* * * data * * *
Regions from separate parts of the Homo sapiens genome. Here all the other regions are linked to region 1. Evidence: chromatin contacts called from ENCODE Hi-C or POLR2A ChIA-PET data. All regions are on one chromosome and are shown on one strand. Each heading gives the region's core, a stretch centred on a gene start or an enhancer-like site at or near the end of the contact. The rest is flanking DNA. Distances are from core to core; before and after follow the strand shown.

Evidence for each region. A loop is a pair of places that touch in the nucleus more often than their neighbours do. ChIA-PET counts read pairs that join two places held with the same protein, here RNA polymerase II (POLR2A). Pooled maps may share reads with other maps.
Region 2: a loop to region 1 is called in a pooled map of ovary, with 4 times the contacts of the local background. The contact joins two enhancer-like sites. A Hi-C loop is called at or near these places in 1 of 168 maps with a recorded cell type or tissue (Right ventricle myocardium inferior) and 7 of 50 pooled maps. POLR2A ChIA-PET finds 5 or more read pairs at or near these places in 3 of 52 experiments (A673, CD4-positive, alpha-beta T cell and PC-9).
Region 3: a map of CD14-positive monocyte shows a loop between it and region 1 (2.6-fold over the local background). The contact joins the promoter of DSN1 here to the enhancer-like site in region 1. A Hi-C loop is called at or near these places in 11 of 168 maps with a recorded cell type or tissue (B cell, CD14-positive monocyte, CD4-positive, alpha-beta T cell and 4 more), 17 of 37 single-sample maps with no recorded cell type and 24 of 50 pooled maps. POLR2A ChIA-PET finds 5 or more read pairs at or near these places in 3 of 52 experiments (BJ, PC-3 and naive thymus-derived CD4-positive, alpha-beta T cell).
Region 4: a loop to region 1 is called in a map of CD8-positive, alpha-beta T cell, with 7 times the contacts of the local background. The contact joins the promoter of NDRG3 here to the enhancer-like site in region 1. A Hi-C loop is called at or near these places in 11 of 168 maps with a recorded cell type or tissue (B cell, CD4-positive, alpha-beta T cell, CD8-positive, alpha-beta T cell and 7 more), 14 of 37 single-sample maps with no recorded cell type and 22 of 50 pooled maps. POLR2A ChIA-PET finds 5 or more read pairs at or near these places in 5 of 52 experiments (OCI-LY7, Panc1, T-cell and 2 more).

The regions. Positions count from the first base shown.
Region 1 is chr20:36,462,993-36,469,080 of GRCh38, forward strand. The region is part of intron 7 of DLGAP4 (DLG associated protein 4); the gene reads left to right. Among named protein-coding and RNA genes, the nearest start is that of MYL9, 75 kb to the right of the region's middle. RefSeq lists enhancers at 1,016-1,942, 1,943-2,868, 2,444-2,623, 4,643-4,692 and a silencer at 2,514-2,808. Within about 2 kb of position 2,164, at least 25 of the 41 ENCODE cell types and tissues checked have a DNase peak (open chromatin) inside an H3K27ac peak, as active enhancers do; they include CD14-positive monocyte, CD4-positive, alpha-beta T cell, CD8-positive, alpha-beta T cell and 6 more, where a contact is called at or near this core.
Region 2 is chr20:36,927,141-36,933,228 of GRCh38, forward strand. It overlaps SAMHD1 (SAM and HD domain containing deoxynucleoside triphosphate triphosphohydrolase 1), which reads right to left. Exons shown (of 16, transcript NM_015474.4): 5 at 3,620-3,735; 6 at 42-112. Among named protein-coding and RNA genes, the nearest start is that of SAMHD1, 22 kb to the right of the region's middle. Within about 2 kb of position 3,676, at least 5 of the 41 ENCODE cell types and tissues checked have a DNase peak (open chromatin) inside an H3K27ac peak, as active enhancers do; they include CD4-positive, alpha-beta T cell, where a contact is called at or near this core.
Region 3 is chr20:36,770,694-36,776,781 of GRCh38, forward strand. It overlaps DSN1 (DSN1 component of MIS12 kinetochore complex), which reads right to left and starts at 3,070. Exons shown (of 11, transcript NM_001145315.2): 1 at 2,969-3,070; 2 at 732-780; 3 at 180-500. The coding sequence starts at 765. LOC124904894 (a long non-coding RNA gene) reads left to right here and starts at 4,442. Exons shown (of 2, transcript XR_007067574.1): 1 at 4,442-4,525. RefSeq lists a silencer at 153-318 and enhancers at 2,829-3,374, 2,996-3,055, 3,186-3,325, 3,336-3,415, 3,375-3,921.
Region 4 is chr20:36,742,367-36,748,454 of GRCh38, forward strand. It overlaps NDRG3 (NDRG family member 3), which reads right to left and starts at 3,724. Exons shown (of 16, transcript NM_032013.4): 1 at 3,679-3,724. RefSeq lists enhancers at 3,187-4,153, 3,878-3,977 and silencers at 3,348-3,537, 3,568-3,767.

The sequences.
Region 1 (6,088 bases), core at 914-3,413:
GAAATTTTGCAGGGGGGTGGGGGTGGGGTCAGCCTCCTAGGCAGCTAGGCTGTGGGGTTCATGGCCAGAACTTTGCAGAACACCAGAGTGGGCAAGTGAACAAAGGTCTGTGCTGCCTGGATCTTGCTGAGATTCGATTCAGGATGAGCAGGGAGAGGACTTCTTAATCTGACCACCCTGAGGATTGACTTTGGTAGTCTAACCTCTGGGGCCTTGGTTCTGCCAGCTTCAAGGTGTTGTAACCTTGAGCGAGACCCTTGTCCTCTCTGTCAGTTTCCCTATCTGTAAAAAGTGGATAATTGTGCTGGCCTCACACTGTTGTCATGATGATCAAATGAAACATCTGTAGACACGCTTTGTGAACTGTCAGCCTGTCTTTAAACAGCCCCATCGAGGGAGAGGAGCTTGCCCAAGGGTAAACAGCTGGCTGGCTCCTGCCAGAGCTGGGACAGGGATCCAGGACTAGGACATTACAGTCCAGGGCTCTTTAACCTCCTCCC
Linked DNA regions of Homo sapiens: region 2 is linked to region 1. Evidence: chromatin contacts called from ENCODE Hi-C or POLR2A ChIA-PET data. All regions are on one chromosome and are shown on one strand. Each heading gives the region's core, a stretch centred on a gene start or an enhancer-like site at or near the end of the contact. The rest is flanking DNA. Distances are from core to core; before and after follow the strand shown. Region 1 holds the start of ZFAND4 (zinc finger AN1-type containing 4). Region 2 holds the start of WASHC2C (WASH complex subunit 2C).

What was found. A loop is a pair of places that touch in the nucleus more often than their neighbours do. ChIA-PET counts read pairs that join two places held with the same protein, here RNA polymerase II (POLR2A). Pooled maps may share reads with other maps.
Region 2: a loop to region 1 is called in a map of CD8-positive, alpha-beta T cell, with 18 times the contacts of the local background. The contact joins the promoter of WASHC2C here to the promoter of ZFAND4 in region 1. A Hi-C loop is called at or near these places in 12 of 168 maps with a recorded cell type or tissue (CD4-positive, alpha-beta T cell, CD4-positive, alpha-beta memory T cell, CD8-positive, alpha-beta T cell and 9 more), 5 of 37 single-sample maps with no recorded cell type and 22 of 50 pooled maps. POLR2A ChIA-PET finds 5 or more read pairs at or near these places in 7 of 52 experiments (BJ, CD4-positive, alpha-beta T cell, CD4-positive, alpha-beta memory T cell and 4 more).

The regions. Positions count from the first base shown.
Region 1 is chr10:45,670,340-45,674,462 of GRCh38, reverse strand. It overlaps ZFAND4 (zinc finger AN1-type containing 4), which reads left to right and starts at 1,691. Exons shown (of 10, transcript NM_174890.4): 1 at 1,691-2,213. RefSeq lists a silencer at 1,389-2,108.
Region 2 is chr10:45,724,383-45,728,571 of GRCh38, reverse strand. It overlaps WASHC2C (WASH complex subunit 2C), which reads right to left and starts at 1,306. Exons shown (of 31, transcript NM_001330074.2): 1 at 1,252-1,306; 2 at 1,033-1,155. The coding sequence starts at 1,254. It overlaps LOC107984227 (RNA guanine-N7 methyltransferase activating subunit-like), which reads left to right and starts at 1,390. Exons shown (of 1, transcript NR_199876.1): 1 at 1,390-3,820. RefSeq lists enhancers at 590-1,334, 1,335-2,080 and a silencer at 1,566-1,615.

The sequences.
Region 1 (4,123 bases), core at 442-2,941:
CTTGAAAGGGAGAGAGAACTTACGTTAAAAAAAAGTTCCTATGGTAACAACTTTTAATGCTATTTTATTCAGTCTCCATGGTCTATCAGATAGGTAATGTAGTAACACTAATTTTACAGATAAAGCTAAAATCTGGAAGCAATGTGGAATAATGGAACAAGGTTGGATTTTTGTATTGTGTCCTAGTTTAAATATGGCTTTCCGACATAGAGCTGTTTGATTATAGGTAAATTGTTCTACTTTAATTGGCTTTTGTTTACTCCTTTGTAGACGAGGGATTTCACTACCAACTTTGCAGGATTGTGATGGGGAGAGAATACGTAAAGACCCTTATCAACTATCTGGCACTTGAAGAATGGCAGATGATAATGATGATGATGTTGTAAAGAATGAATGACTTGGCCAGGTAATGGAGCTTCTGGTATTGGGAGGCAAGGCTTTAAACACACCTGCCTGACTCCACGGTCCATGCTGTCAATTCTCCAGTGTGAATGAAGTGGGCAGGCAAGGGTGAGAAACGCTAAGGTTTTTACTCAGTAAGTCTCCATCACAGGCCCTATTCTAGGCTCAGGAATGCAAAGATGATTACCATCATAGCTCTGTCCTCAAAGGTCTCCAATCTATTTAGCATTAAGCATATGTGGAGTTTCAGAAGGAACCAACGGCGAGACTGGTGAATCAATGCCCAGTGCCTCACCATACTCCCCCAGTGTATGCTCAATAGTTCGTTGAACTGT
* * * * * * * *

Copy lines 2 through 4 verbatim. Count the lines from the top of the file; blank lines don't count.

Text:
Evidence for each region. A loop is a pair of places that touch in the nucleus more often than their neighbours do. ChIA-PET counts read pairs that join two places held with the same protein, here RNA polymerase II (POLR2A). Pooled maps may share reads with other maps.
Region 2: a loop to region 1 is called in a pooled map of ovary, with 4 times the contacts of the local background. The contact joins two enhancer-like sites. A Hi-C loop is called at or near these places in 1 of 168 maps with a recorded cell type or tissue (Right ventricle myocardium inferior) and 7 of 50 pooled maps. POLR2A ChIA-PET finds 5 or more read pairs at or near these places in 3 of 52 experiments (A673, CD4-positive, alpha-beta T cell and PC-9).
Region 3: a map of CD14-positive monocyte shows a loop between it and region 1 (2.6-fold over the local background). The contact joins the promoter of DSN1 here to the enhancer-like site in region 1. A Hi-C loop is called at or near these places in 11 of 168 maps with a recorded cell type or tissue (B cell, CD14-positive monocyte, CD4-positive, alpha-beta T cell and 4 more), 17 of 37 single-sample maps with no recorded cell type and 24 of 50 pooled maps. POLR2A ChIA-PET finds 5 or more read pairs at or near these places in 3 of 52 experiments (BJ, PC-3 and naive thymus-derived CD4-positive, alpha-beta T cell).